Skibbereen’s 49 North Street, a hub that promotes creativity and well-being, is running open door, drop-in monthly music sessions that are going down a storm with people from all walks of life. Pop-up Irish classes will also take place there next month welcoming people of all abilities
BY AISLING MEATH
OPEN door, drop-in music sessions running in a Skibbereen centre, set up to provide a space for well-being and creativity, are proving a huge hit.
The music sessions are held on the first Friday of the month at 49 North Street, a space funded by the HSE offering cultural activities delivered by the West Cork Mental Health Service (WCMH).
The WCMH are at the forefront of a changing practice in healthcare delivery by their recognition and support of the many creative paths that people can take in order to find their way through their mental health difficulties and towards recovery.
Kevin O’ Shanahan, Clinical Nurse Specialist in mental health and the arts for the Cork Mental Health services and his team drew the inspiration for the sessions from an older way of life in rural Ireland where people rambled into houses and played music by the hearthside.
This ethos remains at the heart of activities offered by the centre at Number 49 which is funded by the HSE. The creative programmes are also supported by Cork Education and Training Board.
Kevin explained: ‘Tar isteach, come in: everyone is welcome to attend whether or not you are a musician or a singer or just want to hear some live music to energise your day. We’ve made a space here so that people can do just that.’
A musician himself, he said he always liked the way folk musician Pete Seegar used to just show up in various locations and begin playing and singing.
The musician and activist passed away in 2014 and was playing music throughout his life and well into his 90’s. At one point Pete famously said: ‘I believe in the power of the song’. He’s the talent behind such legendary tunes such as ‘Where have all the flowers gone’ and ‘Turn Turn Turn’.
The power of the song in West Cork is alive and well locally with many who just love to sing and play. Among them is Sean Holland who treats the 49 North Street assemblies to his virtuoso accordion playing.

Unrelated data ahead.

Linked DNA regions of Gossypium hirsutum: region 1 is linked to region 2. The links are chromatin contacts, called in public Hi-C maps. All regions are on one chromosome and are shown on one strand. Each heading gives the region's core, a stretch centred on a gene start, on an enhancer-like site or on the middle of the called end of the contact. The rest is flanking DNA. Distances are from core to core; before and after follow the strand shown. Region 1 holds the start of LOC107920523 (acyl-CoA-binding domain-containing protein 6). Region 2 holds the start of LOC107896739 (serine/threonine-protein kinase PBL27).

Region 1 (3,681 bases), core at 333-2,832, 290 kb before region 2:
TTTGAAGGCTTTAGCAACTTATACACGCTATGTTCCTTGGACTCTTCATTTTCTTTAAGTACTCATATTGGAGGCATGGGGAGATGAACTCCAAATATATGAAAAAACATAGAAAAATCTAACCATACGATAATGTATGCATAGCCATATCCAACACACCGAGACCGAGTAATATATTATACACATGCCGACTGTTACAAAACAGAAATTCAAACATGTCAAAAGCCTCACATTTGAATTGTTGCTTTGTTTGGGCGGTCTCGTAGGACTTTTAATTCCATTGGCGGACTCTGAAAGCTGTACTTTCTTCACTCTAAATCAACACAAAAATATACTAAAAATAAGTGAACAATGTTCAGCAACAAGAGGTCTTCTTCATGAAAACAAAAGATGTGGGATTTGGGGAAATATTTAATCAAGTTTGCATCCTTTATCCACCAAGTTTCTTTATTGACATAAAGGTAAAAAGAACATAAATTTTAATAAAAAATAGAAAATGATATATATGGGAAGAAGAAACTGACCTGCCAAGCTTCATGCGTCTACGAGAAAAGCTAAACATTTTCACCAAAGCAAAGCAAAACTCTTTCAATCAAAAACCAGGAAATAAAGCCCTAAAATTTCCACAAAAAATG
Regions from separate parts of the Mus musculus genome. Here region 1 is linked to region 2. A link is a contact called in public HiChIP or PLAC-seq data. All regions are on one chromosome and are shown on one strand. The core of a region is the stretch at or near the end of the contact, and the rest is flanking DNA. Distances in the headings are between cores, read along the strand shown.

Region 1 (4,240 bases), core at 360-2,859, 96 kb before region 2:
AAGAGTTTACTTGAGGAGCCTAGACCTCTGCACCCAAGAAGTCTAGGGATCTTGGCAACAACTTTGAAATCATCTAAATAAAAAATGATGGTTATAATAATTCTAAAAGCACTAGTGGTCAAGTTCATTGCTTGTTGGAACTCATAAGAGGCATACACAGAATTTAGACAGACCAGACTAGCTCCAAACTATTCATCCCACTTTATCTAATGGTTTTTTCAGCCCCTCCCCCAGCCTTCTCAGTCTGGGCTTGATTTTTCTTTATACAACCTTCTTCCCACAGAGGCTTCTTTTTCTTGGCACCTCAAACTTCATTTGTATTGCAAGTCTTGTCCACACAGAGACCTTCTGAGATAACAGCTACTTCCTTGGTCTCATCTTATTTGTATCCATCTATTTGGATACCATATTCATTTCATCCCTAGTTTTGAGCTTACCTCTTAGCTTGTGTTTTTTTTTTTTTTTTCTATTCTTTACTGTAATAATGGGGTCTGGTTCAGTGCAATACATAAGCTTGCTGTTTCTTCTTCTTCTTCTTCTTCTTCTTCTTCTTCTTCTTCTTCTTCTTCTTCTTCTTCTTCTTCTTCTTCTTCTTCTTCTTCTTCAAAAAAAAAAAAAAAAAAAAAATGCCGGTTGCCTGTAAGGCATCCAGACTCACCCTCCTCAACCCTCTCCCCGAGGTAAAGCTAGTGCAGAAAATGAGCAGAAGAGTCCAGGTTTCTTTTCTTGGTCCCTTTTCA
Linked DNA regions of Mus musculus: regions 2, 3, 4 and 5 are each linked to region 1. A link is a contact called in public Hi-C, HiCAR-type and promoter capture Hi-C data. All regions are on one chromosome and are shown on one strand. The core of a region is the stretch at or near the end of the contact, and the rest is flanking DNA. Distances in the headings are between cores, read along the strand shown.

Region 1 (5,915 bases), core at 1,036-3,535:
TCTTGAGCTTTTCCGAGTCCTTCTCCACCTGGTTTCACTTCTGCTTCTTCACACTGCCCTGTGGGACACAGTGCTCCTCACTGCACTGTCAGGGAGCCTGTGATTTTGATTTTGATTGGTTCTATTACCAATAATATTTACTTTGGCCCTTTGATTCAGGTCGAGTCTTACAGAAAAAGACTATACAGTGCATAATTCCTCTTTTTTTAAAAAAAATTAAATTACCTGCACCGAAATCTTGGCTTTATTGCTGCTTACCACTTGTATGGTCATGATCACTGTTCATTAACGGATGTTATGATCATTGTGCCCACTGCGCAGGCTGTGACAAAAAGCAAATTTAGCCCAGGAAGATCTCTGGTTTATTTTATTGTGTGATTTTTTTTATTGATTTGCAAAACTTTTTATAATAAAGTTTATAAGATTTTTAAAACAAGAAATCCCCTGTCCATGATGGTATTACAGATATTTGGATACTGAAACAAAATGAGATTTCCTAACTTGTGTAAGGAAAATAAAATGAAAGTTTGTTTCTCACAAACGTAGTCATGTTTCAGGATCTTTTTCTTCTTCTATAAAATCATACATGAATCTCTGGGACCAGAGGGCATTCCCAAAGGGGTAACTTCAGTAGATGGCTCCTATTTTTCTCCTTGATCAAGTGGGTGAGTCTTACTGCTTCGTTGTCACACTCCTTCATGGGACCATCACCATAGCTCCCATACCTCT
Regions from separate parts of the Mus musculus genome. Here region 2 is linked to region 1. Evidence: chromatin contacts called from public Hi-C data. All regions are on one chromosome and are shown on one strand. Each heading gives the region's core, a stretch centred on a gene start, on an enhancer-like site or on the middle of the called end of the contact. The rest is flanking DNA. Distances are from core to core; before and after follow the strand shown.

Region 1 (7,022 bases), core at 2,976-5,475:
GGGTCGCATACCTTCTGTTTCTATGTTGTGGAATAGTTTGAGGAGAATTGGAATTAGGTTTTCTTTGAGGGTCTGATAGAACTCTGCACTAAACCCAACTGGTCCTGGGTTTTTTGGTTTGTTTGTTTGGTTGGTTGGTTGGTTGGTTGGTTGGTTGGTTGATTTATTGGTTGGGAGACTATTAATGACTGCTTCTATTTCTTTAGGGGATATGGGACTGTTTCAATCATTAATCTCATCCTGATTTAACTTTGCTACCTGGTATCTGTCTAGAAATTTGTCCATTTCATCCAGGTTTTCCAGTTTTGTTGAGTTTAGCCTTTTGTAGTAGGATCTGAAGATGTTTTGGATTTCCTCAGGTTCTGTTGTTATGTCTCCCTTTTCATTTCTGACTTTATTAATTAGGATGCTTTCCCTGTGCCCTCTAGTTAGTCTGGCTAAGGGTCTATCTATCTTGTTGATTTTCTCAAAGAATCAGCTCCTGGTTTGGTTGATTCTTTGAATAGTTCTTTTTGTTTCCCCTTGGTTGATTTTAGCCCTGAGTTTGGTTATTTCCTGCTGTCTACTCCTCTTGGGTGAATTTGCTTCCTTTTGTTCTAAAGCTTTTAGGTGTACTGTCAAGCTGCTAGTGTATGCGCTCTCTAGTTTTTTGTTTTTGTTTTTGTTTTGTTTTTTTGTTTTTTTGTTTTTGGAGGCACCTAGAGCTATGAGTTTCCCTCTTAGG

Other musicians regularly drop into the informal sessions to accompany the singers like bass player Peter Carney, guitarists Tony Cotter and Gerry Touhy.
The ad-hoc sessions just evolve based on what people enjoy playing and singing along to. Even if you don’t play or sing all musicians love an audience and everyone is welcome to come along to the monthly Friday sessions from 11am to noon.
Meanwhile, evocative words by Ballyvourney poet Sean Ó Riordain are etched on the recently commissioned mural created by Kevin O’ Brien and Alan Hurley located in the yard at the back of number 49.
It reads: ‘Ta Tír nÓg ar chul an tí. Tír álainn, trína chéile’ which translates as ‘Behind the house is the land of youth, a beautiful land amongst us’
Kevin explained: ‘The idea to use Ó Ríordián’s words was put forward by Ned Kelly, our Director of Nursing for Cork Kerry Community Healthcare, and it sums up exactly what 49 North Street is all about –offering a beautiful and creative space towards recovery through artistic and cultural activity.’
Meanwhile, every Tuesday morning from 11am to noon from Tuesday July 17th there is also a pop-up Gaeltacht. Anybody interested in the Irish language and who may not have had much chance to use it since their school days are welcome to pop in, with participants of all levels- from zero to fluent.
For further information on either sessions, contact [email protected]